He served as a substitute lawmaker as well, filling in temporarily several years ago for then-state Sen. Skip Brandt.

“I think I bring enough knowledge base to be realistic about the job,” Harper said.

That said, he’s running for office because he’s “frustrated” with certain land management and natural resource decisions, as well as with public education and with the way health care operates in Idaho.

For example, he supports greater access to timber resources and feels wolves have had a highly negative impact on regional elk populations.

On the health care front, he’d like Idaho to ease its “standard of care” requirements — similar to what California and Alaska have done — so doctors and patients can pursue treatment options outside of the traditional norms without getting into trouble with regulatory boards.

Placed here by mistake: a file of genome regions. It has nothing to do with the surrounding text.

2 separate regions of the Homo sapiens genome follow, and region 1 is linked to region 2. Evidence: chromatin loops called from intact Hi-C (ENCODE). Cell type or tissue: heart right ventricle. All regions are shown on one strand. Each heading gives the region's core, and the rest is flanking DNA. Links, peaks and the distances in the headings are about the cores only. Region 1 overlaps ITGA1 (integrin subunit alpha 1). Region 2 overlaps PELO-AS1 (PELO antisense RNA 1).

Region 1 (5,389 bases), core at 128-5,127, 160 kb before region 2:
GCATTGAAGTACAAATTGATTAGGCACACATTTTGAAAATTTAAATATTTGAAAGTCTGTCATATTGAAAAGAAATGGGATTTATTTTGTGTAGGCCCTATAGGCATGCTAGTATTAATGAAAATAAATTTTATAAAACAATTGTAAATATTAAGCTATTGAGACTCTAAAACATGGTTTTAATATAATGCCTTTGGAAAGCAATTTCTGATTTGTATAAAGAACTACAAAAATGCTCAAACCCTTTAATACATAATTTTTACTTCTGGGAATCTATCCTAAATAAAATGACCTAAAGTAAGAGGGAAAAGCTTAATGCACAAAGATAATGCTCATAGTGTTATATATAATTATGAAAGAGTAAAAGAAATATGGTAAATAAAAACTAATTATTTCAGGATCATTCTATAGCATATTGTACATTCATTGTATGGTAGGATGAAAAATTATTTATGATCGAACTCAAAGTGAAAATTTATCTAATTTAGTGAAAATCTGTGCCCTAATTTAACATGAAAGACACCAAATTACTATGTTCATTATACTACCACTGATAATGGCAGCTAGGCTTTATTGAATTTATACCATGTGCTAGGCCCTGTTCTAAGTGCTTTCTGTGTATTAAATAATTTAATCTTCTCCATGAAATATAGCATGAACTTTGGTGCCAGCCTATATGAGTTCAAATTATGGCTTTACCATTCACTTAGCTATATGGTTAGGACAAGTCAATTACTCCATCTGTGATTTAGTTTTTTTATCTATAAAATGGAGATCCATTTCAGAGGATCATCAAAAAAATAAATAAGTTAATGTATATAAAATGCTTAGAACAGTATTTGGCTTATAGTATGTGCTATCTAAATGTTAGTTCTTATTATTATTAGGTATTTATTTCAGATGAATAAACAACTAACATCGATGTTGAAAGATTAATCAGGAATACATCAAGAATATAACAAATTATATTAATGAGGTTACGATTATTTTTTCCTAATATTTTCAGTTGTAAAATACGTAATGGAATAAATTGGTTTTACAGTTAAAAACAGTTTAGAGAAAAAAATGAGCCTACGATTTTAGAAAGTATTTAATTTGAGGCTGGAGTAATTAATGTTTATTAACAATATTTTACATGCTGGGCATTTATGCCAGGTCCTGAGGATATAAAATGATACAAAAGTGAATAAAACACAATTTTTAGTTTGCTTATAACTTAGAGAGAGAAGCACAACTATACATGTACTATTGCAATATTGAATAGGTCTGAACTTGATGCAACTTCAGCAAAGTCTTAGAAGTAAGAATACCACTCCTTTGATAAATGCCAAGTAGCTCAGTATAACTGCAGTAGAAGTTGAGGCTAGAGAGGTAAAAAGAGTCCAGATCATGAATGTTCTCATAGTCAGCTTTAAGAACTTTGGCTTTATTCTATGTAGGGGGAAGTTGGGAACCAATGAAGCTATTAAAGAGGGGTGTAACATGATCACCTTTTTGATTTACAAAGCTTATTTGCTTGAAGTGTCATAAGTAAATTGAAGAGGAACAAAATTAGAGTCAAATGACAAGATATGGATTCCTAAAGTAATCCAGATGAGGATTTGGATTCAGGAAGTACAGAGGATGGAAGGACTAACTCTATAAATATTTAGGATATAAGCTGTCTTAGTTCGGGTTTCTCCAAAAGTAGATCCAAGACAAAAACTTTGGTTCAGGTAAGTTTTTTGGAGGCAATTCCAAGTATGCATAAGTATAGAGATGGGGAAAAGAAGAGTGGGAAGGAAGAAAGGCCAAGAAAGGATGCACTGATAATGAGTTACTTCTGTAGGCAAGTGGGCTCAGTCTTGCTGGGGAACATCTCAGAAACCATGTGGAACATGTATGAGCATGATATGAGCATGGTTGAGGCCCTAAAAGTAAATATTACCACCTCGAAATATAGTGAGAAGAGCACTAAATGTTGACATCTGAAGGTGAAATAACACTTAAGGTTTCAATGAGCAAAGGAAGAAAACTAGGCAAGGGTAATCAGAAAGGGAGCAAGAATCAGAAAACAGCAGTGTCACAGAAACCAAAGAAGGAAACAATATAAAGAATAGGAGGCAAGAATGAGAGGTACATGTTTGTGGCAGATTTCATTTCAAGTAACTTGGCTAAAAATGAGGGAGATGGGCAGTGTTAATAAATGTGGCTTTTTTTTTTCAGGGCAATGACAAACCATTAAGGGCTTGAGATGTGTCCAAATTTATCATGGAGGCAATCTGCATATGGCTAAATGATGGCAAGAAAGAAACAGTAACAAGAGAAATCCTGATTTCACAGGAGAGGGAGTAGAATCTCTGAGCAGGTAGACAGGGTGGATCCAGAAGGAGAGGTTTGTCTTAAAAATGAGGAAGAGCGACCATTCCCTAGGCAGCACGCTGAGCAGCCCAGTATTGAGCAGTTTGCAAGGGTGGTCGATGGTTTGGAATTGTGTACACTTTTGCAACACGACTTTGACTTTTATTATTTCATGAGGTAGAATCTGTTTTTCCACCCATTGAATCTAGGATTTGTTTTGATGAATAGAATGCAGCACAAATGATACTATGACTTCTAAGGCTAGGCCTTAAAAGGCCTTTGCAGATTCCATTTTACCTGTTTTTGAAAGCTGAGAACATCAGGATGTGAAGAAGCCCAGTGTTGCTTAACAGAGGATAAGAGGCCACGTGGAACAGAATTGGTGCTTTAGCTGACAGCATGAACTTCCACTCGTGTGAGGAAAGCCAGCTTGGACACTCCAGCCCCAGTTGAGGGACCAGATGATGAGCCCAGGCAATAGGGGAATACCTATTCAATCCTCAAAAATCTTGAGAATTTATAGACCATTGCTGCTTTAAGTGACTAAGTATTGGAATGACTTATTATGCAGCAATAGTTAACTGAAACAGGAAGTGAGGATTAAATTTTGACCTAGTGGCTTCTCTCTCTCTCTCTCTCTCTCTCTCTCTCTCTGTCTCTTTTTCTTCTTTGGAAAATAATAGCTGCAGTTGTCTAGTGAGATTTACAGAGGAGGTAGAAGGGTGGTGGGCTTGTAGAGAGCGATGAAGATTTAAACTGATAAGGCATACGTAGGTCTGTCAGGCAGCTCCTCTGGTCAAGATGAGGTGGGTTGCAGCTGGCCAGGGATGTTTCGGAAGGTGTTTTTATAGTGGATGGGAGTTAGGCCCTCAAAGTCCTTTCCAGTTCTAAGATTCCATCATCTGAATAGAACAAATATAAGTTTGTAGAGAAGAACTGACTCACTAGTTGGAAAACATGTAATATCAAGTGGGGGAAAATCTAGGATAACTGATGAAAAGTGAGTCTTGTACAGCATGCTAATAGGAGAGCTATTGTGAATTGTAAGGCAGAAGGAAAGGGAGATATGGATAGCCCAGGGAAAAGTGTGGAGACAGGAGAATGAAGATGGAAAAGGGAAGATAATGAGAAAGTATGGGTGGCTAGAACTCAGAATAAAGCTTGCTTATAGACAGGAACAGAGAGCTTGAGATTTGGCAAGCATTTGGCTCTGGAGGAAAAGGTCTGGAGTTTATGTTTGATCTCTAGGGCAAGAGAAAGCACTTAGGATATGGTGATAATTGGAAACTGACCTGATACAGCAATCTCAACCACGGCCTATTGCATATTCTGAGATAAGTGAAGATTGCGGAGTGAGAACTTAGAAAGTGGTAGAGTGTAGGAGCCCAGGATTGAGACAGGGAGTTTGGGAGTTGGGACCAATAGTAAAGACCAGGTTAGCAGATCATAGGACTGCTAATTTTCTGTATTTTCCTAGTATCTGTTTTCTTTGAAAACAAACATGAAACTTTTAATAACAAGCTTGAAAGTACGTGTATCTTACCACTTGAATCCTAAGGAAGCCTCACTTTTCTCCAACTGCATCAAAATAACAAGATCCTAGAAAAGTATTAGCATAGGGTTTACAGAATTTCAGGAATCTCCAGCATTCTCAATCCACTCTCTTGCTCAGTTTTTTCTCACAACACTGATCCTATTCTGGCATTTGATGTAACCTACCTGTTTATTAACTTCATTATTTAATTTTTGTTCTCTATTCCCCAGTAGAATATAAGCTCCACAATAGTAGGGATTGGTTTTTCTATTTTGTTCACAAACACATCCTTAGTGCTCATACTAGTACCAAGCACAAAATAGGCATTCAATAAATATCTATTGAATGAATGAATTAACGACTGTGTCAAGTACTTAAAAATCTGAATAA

And as Idaho and the nation struggle with the medical and economic effects of the coronavirus, Harper said, having someone else in the Legislature with health care expertise will be particularly critical in the coming year.

“I’ve always felt I needed to make a difference in the world,” Harper said. “And I’m willing to put my money (and time) where my mouth is, when I’m serious about something.”

Giddings said she’s running for reelection to “keep up the fight.”

“We have 70 members in the Idaho House, including 14 Democrats and 56 who call themselves Republicans,” she said. Of the Republicans, “28 are fairly progressive, while 28 are more conservative. If we get more conservative Republicans, we can stop more big-spending, progressive ideas from moving forward. So now it’s more important than ever to keep up the fight.”